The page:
When you lose someone, many people offer, or try to offer, encouragement by telling you “time heals all wounds.” I know this won’t be a huge newsflash for those of you who have lost someone close to them, but wounds like that don’t really heal. That’s how it should be. If you don’t hurt and long to see them again, then you weren’t really close. The scars remind you how deep the love is and the loss is. You learn to “deal” with this kind of loss but the hurt doesn’t go away. In fact, as I noted in the previous paragraph, new dimensions are added to the pain that can cause the ache to go even deeper. New “what ifs” make their appearance and there’s not a thing you can do about it. I give it to God and trust that He knows what to do with it but sometimes, I go through bouts of that helplessness. Then you find pictures, as I did today, and you lose them all over again…and again…and again. BUT, I have hope. I don’t know how anyone make’s it through without Christ. To lose my brother is bad enough but to not have the hope that I WILL see him again, I don’t know that I could function. I love him more than when he was here and I believe that’s because I am looking forward to seeing him again! Wow.

Loss also helps us tie heartstrings with others when they experience loss and it’s looking to the needs of others that keeps us from feeling sorry for ourselves. Our new-found friends’ suffering is still fresh and Craig and I have discussed our intent to reach out and encourage them. In the meantime, hug your friends. Tell your spouse you love them. Smile at and hug your children. I know it’s cliché but it’s so very true – you don’t know how much longer you have them.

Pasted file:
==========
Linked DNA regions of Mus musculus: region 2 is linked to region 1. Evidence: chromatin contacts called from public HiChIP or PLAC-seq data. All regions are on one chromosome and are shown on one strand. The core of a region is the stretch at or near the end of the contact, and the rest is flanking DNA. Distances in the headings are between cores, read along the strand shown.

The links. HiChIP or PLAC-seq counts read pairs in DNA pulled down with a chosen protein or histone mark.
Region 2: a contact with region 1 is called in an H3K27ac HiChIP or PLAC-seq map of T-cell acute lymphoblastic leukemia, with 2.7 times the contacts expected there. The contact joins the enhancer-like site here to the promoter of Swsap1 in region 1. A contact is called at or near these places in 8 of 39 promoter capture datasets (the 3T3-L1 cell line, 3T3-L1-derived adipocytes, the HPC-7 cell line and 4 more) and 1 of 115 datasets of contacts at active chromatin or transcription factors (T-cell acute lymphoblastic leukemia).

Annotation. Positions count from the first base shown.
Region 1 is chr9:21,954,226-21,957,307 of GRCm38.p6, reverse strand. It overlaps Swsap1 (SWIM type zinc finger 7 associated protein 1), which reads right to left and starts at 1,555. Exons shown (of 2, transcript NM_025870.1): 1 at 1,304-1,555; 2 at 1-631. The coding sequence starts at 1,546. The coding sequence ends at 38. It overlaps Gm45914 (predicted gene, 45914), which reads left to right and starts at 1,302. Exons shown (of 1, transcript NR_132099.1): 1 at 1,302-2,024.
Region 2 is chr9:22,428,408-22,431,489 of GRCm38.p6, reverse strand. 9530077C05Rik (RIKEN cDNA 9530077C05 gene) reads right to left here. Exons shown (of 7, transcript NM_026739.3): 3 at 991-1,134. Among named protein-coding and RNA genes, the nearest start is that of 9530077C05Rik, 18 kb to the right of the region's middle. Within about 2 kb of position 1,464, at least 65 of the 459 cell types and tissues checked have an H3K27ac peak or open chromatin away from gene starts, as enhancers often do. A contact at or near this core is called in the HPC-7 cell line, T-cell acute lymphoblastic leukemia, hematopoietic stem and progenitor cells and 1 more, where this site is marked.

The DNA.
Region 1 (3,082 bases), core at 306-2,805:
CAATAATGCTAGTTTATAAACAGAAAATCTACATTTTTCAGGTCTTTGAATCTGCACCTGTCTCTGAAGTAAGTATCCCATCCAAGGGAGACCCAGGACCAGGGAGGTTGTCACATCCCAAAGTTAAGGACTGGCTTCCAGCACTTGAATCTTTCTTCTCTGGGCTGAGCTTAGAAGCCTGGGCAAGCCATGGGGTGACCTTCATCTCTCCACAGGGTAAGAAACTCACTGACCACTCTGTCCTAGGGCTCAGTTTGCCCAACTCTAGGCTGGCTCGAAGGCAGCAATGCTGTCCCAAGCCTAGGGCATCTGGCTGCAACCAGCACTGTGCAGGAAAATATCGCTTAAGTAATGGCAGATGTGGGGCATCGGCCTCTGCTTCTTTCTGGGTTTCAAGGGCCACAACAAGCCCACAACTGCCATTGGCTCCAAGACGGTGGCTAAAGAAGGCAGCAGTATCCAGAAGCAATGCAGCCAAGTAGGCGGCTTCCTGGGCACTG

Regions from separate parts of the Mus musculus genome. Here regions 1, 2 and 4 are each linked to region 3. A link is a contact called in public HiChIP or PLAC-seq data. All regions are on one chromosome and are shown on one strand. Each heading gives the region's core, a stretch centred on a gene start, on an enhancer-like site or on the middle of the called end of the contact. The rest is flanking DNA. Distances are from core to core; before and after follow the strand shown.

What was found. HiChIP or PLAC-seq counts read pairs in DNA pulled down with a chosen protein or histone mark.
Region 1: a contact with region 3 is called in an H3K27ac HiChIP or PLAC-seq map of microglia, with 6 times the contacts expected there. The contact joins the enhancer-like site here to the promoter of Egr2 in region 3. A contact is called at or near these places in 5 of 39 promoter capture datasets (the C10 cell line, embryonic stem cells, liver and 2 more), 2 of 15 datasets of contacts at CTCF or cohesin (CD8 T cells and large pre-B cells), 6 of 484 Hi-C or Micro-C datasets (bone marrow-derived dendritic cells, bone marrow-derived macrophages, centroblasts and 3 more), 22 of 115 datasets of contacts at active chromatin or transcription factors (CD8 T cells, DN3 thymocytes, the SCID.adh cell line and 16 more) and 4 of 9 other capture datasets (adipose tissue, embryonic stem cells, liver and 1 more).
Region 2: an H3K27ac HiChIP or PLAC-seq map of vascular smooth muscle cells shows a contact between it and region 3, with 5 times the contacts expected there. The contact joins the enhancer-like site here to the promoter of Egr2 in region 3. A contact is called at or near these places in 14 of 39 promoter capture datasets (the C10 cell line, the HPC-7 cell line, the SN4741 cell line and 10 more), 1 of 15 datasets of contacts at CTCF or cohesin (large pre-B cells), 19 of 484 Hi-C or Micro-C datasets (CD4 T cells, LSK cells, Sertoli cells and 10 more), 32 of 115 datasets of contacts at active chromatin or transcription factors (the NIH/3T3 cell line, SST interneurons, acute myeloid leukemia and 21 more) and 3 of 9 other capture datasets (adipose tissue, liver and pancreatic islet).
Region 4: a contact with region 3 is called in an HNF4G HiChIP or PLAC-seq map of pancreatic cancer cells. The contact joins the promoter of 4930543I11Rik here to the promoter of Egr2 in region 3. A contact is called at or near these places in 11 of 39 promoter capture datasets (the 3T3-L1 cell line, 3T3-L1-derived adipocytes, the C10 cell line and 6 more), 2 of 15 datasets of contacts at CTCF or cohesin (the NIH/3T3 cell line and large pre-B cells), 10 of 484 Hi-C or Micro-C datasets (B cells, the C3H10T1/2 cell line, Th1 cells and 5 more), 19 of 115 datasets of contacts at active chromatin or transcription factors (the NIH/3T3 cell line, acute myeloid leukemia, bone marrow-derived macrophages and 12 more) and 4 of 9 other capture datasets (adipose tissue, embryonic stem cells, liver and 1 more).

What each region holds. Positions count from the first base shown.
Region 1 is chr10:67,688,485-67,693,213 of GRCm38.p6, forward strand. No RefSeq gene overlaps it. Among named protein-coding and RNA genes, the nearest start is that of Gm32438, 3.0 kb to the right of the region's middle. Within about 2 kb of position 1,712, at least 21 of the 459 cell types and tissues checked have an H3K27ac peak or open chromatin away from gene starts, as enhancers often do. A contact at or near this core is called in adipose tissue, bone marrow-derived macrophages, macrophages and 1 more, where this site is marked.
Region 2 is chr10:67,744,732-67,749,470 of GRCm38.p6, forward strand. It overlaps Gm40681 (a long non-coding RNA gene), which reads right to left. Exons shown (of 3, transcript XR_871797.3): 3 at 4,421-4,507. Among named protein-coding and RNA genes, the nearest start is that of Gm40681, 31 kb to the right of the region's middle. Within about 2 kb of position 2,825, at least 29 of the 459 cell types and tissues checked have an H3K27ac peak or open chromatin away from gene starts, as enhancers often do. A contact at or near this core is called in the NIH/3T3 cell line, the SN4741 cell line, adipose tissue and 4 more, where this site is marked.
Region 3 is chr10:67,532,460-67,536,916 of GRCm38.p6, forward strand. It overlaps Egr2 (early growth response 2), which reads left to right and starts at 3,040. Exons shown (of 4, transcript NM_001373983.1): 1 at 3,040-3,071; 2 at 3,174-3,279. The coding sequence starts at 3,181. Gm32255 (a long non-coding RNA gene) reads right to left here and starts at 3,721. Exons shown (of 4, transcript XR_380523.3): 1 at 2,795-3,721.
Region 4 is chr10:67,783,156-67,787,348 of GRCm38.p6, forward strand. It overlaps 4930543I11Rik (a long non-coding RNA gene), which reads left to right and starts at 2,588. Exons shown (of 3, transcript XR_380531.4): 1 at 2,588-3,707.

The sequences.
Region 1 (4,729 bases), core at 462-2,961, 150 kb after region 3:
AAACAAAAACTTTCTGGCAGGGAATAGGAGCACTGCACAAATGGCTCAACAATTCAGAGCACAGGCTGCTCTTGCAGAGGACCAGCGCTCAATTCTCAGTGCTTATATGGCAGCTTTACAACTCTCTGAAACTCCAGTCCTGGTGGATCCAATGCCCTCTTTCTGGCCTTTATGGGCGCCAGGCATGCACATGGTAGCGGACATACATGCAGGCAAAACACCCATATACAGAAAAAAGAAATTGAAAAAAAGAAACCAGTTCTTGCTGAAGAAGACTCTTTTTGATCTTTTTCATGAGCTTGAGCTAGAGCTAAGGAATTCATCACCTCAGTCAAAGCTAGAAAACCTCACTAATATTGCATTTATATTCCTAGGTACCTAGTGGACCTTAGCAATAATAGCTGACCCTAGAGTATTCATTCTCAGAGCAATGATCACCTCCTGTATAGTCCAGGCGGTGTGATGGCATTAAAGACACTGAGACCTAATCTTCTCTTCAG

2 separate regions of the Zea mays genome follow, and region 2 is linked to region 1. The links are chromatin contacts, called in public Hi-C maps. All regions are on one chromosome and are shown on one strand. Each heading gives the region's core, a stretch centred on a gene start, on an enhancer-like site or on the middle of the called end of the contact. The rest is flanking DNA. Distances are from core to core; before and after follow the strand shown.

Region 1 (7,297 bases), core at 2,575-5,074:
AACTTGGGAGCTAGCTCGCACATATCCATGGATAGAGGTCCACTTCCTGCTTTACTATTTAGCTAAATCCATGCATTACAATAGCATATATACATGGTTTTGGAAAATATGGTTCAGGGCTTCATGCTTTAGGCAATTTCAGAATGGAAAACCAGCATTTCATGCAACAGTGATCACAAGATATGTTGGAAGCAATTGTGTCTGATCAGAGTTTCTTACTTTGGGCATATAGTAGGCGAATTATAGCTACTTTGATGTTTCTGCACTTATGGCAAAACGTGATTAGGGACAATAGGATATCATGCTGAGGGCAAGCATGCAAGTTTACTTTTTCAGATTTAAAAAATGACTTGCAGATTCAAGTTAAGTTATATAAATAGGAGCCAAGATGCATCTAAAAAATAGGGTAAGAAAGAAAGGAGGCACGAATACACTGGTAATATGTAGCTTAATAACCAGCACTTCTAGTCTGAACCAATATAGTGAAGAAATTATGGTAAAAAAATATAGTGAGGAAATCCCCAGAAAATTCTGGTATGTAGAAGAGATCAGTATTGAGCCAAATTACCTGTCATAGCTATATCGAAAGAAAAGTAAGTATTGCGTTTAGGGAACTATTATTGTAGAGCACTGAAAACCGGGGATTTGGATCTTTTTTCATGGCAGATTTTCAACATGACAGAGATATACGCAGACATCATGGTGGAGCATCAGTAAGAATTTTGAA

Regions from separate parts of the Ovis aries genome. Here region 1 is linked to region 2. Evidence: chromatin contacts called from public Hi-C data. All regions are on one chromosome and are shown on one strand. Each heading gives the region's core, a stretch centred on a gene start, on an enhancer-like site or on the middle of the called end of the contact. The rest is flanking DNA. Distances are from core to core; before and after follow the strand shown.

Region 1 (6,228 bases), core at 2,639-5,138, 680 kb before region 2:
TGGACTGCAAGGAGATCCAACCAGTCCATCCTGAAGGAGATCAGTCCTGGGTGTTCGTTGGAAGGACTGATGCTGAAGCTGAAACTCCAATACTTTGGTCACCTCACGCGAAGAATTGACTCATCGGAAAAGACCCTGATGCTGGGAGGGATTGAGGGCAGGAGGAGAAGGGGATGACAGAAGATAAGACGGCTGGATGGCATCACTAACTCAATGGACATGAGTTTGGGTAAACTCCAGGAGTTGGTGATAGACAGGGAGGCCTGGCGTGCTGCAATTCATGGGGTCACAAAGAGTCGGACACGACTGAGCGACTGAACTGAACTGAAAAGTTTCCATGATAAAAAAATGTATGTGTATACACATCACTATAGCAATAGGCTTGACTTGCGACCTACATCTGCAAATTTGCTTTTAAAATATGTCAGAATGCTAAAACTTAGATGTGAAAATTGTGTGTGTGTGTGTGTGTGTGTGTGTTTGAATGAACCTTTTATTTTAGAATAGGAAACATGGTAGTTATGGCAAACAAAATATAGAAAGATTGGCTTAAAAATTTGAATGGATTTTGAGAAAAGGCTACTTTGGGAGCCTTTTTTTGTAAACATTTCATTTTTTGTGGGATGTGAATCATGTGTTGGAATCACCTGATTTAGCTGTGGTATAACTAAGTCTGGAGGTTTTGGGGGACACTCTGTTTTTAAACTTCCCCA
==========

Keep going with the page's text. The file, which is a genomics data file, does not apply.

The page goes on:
“Brothers, we do not want you to be ignorant about those who fall asleep, or to grieve like the rest of men, who have no hope. We believe that Jesus died and rose again and so we believe that God will bring with Jesus those who have fallen asleep in him. According to the Lord’s own word, we tell you that we who are still alive, who are left till the coming of the Lord will certainly not precede those who have fallen asleep. For the Lord himself will come down from heaven, with a loud command, with the voice of the archangel and with the trumpet call of God, and the dead in Christ will rise first. After that, we who are still alive and are left will be caught up with them in the clouds to meet the Lord in the air. And so we will be with the Lord forever. Therefore encourage each other with these words.”
1 Thessalonians 4:12-18

  Scott would have loved this:  Minister at a funeral service, “Friends, let us say goodbye to our beloved, departed friend. Let us remember that here lies only the shell – the nut has gone!”
Be blessed and hugs in Him!

Scott loved purple. His fave places to shop were the GAP and the Merry-Go-Round. This is the shirt and tie he was buried in.

 

What’s not shared is lost,

Michelle